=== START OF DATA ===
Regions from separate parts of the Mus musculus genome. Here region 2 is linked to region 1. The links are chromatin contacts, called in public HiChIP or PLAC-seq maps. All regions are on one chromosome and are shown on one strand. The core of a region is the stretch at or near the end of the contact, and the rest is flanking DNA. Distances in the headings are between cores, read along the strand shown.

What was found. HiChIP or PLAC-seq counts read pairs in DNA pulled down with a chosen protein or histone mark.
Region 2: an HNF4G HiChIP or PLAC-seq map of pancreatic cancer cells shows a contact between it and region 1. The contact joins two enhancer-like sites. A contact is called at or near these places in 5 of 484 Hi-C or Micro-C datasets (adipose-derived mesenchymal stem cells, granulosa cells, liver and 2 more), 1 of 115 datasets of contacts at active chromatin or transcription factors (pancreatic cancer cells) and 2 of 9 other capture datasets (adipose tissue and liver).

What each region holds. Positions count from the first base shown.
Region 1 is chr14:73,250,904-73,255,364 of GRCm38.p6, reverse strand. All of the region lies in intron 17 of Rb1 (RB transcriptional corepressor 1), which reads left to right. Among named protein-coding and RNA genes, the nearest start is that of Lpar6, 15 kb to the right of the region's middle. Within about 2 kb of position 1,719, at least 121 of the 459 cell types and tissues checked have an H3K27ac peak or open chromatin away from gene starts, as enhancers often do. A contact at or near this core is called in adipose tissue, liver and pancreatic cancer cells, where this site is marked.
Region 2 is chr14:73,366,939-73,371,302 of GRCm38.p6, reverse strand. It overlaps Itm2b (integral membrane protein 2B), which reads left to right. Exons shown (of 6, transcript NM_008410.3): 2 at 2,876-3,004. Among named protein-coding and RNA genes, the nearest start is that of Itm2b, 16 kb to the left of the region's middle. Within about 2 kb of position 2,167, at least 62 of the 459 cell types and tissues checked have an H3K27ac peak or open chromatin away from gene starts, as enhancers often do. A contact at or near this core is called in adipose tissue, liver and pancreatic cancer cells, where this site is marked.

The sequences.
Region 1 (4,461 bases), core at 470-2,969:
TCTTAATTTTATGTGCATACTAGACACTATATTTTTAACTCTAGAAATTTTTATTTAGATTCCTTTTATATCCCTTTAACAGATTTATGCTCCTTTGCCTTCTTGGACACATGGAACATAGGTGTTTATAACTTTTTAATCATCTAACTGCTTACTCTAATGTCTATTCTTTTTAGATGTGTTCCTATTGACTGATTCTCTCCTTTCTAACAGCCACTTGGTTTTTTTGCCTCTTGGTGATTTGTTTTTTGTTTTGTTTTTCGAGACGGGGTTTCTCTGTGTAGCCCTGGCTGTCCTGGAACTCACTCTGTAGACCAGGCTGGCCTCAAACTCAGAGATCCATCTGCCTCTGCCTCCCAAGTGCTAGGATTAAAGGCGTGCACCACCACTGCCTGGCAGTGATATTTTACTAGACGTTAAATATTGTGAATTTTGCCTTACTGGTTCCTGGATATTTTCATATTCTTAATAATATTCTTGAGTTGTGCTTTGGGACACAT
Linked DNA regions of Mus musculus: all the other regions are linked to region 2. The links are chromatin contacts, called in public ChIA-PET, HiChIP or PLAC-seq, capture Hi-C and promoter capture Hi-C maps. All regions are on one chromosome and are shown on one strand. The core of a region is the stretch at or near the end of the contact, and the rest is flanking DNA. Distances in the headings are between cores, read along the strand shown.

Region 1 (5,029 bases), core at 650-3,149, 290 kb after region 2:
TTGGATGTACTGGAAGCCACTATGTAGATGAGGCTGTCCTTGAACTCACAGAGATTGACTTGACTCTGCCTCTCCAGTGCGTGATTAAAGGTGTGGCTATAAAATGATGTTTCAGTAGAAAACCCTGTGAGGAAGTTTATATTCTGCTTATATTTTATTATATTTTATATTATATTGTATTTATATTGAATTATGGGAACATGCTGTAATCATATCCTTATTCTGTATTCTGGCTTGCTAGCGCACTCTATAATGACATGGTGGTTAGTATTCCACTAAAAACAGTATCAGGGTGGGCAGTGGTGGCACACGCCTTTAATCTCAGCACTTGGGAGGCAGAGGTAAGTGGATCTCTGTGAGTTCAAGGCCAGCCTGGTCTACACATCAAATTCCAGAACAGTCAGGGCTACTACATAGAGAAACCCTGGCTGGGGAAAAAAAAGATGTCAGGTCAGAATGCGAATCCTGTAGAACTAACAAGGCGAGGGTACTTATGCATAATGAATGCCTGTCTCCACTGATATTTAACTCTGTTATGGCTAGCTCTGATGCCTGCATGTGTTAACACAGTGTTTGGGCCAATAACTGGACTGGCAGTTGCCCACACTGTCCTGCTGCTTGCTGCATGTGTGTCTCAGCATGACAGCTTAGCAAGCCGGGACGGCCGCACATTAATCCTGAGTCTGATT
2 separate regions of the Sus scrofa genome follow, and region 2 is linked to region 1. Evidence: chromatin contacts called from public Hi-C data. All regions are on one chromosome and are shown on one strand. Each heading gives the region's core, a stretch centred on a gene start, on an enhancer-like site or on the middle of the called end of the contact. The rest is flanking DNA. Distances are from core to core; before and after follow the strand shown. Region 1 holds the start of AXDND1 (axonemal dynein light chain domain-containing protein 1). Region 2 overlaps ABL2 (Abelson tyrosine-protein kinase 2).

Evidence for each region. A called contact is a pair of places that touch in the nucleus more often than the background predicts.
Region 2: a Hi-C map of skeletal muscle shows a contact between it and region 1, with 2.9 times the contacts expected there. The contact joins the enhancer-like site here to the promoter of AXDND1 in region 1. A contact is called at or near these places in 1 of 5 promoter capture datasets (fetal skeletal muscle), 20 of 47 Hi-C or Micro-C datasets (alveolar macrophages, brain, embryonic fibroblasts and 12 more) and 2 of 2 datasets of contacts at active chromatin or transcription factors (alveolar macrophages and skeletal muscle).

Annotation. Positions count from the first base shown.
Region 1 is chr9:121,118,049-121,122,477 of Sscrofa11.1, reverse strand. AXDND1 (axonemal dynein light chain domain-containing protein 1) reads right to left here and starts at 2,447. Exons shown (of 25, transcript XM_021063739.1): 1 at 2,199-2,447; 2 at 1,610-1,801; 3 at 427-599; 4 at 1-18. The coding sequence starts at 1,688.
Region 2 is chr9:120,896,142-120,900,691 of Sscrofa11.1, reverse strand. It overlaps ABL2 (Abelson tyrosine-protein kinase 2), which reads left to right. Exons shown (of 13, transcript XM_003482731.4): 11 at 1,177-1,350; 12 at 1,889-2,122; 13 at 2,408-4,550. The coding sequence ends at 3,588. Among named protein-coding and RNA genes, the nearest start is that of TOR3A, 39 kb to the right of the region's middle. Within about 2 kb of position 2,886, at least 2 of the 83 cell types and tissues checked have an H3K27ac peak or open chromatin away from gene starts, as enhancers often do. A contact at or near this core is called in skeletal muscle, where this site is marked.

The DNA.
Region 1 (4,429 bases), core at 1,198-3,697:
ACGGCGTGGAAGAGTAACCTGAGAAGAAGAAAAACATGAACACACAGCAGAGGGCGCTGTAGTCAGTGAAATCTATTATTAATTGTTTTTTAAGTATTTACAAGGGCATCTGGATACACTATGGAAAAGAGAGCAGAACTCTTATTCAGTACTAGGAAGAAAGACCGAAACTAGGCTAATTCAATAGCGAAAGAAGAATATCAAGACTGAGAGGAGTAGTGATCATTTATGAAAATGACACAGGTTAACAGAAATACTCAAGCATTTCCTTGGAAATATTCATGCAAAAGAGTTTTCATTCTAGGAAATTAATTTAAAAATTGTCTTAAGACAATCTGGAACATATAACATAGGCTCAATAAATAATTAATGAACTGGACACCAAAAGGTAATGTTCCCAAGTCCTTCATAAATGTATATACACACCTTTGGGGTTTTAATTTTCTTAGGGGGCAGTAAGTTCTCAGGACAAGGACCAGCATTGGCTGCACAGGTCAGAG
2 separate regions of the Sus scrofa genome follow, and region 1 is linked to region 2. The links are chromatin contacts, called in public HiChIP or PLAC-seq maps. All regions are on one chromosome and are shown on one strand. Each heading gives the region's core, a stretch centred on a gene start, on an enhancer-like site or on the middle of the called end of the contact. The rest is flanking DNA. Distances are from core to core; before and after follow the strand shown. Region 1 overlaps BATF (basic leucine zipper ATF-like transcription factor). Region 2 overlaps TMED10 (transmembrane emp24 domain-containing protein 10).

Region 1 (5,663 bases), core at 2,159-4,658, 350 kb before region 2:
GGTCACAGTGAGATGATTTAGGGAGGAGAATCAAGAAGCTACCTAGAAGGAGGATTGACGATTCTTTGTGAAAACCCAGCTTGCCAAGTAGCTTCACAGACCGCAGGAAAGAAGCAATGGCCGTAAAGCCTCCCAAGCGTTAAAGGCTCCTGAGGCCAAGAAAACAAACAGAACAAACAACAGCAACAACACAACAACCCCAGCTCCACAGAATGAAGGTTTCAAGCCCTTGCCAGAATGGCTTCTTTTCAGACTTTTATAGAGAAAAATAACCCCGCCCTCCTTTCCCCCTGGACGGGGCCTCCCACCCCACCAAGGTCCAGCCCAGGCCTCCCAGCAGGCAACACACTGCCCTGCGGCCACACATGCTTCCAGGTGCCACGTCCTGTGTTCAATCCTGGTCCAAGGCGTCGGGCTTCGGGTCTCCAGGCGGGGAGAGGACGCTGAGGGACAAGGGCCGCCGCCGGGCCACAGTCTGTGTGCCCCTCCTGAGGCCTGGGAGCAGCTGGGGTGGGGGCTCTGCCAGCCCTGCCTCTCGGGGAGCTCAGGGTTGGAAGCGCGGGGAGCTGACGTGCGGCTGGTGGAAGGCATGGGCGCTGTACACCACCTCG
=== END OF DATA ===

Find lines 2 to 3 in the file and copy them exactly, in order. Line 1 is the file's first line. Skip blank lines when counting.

What was found. HiChIP or PLAC-seq counts read pairs in DNA pulled down with a chosen protein or histone mark.
Region 2: an HNF4G HiChIP or PLAC-seq map of pancreatic cancer cells shows a contact between it and region 1. The contact joins two enhancer-like sites. A contact is called at or near these places in 5 of 484 Hi-C or Micro-C datasets (adipose-derived mesenchymal stem cells, granulosa cells, liver and 2 more), 1 of 115 datasets of contacts at active chromatin or transcription factors (pancreatic cancer cells) and 2 of 9 other capture datasets (adipose tissue and liver).